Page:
Key Post Bitcoin is a clearly identifiable economic bubble

Brendan Burgess

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Investing can take many forms!!
Investing can. But investing is different from gambling.

Investing creates wealth over time for the investors. Gambling creates wealth for the bookies.

If you buy shares or invest in property, there will be a source of income which should, on average, over the longer term give a return on your money, although, on occasions, you will lose.

If you back a horse, play roulette, or buy bitcoin, you will lose over the longer term, although, on occasions, you will win.

Brendan
 
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Bitcoin is a system that functions as a decentralised digital money.
That's the theory but not the reality.

Bitcoin is almost entirely not being used as a currency to buy goods. If this was happening, on any scale, then there would be a greater case to argue that Bitcoin has value.

People are buying Bitcoin to speculate. People are not buying Bitcoin to buy a currency that has real world currency use.
 

joe sod

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It looks like the believers in bitcoin don't want to debate on this thread, they ignore it and continue with other threads that concentrate on how to buy it. We are just the dumbos that dont understand it. I wonder is this something to do with the facebook generation only hearing and seeing stuff that agrees with their world view. If bitcoin is indeed groundbreaking there must be some precedent from the past , is it railways or the invention of electricity, however most investors lost their shirt on those even though they turned out to be groundbreaking.
 

elacsaplau

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I think I know what you mean.....
.....but you think it's ok to make out that I said the exact opposite of what I said?? - and without any apology or acknowledgement?

I have no idea why you think you have a positive expectation.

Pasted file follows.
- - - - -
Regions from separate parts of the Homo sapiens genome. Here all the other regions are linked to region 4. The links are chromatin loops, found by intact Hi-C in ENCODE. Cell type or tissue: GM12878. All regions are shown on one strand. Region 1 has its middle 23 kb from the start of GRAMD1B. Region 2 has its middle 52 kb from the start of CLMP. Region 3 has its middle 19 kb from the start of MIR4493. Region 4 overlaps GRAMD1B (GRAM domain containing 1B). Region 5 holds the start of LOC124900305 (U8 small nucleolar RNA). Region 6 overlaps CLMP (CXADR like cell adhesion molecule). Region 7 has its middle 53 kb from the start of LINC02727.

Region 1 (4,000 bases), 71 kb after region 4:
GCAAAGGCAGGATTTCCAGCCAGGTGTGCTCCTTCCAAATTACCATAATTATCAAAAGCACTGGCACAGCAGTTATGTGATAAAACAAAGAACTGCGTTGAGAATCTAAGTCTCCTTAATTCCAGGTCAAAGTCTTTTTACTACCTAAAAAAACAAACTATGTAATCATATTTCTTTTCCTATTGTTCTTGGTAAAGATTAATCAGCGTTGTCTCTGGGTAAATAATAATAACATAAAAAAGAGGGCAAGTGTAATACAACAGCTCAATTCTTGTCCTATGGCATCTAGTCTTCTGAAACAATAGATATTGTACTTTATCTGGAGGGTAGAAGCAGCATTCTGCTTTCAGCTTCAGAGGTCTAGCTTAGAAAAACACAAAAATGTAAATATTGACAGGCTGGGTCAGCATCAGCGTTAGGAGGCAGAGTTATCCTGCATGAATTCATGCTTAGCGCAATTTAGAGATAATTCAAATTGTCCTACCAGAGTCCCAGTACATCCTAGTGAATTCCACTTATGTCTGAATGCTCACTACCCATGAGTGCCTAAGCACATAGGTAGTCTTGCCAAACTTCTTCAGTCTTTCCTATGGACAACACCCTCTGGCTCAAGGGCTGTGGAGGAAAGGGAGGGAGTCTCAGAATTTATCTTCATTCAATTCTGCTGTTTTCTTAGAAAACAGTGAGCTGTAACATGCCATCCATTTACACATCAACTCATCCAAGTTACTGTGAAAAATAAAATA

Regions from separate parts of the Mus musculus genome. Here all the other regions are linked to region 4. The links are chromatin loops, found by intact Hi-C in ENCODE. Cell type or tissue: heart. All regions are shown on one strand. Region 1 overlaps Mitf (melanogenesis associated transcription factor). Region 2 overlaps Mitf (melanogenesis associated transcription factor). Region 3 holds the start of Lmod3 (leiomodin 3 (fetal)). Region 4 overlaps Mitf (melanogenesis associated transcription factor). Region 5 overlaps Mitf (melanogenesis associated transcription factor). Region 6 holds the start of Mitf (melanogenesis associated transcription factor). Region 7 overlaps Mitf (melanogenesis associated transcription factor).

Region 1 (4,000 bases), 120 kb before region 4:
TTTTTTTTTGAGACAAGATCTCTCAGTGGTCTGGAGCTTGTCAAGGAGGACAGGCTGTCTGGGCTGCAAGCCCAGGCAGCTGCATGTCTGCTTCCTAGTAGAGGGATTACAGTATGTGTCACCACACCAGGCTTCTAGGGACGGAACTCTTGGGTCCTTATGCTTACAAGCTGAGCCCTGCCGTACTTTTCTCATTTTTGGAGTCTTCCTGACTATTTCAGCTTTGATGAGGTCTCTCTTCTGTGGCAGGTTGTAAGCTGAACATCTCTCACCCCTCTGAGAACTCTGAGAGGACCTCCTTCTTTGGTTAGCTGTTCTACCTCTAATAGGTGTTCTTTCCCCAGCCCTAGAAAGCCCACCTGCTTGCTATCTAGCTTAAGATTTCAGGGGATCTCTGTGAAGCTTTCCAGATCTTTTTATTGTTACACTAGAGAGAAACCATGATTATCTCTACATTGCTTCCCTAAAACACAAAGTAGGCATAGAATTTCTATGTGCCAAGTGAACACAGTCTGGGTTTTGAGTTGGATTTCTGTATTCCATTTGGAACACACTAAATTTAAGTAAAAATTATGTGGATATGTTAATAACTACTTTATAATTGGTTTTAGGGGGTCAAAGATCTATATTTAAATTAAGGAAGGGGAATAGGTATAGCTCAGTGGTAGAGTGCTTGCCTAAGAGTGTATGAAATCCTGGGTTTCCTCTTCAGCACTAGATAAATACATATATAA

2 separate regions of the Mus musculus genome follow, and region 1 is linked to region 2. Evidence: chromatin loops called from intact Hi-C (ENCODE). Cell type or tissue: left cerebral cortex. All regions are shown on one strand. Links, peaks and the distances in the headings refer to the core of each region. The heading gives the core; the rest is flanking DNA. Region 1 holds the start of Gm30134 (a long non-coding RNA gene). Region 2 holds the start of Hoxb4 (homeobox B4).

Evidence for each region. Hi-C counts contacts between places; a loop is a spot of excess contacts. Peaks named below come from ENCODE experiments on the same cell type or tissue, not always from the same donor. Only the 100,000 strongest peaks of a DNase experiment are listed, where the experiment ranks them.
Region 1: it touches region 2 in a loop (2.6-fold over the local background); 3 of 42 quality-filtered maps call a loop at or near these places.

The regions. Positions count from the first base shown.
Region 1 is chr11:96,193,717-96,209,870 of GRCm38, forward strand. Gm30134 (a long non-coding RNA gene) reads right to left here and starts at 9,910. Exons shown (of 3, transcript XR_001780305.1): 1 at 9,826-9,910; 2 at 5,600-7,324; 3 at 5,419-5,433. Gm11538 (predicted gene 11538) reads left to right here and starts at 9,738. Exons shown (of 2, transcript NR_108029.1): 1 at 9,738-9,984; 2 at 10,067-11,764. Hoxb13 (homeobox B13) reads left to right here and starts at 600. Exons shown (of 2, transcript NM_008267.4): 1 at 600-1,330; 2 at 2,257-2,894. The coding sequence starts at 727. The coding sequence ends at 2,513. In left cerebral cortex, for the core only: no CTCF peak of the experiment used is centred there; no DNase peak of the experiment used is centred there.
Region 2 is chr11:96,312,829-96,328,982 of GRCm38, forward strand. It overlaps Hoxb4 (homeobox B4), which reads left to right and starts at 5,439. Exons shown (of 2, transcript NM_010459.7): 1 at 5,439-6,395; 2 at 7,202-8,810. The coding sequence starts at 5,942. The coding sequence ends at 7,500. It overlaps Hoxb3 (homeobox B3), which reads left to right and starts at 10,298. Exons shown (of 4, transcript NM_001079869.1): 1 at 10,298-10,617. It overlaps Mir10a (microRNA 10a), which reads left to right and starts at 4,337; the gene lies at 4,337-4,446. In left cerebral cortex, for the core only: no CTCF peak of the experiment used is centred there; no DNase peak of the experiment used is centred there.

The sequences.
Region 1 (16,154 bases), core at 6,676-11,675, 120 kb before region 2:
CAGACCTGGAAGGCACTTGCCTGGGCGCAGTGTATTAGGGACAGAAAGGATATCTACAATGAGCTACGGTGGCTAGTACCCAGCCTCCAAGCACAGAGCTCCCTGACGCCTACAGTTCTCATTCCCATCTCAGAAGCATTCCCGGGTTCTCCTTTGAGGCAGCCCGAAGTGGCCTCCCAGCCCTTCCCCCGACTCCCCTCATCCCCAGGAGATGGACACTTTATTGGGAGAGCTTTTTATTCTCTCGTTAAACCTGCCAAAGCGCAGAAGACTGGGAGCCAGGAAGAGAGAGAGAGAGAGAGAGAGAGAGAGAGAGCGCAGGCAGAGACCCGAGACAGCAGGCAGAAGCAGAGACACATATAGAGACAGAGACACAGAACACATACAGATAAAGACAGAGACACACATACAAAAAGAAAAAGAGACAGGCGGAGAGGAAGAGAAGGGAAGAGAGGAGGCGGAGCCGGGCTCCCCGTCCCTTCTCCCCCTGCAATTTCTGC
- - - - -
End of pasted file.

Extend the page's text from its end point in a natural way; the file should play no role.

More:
......again I am not saying this. You really should read posts properly. I said up to this year (i.e. when the price was between 1% and 10% of its current price) that I considered it an asymmetrical risk in my favour.

"Whether at this stage there's a positive or negative expectation" - of course, you've no idea about how to value bitcoins (....you have already said this and I have already agreed with you.) And, again in my post, I said I am not sure where it goes from here. ;)

I understand that you and many others believe that Bitcoin is in a bubble - that's fine and very possibly correct - but misrepresenting what I said does not advance your argument. As I mentioned, I sold most of my holdings throughout 2017 (due, in part, to the continued price appreciation).

Think we should leave it at that - this thread has become a little annoying!
 
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Brendan Burgess

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.....but you think it's ok to make out that I said the exact opposite of what I said??
Apologies, but I certainly did not intend to do that.

I find the language confusing
Do you not understand what "asymmetrical in my favour" means?
So,sorry if I don't understand it.

Or is it a question of timing? You believed, for some unspecified reason, that buyers of Bitcoin could have an expected positive outcome? Now, they may no longer have, so you are selling?

Why not sell them all or maybe you have done so?

Brendan
 

fpalb

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That's the theory but not the reality.

Bitcoin is almost entirely not being used as a currency to buy goods. If this was happening, on any scale, then there would be a greater case to argue that Bitcoin has value.

People are buying Bitcoin to speculate. People are not buying Bitcoin to buy a currency that has real world currency use.
You used the word currency, I did not. Bitcoin is used as money like gold is - more as a speculative store of value than an every-day currency. Of course you can directly spend bitcoin if you want to, it's just that people tend not to, which is just as well as right now bitcoin can't handle much more transactional volume on the blockchain.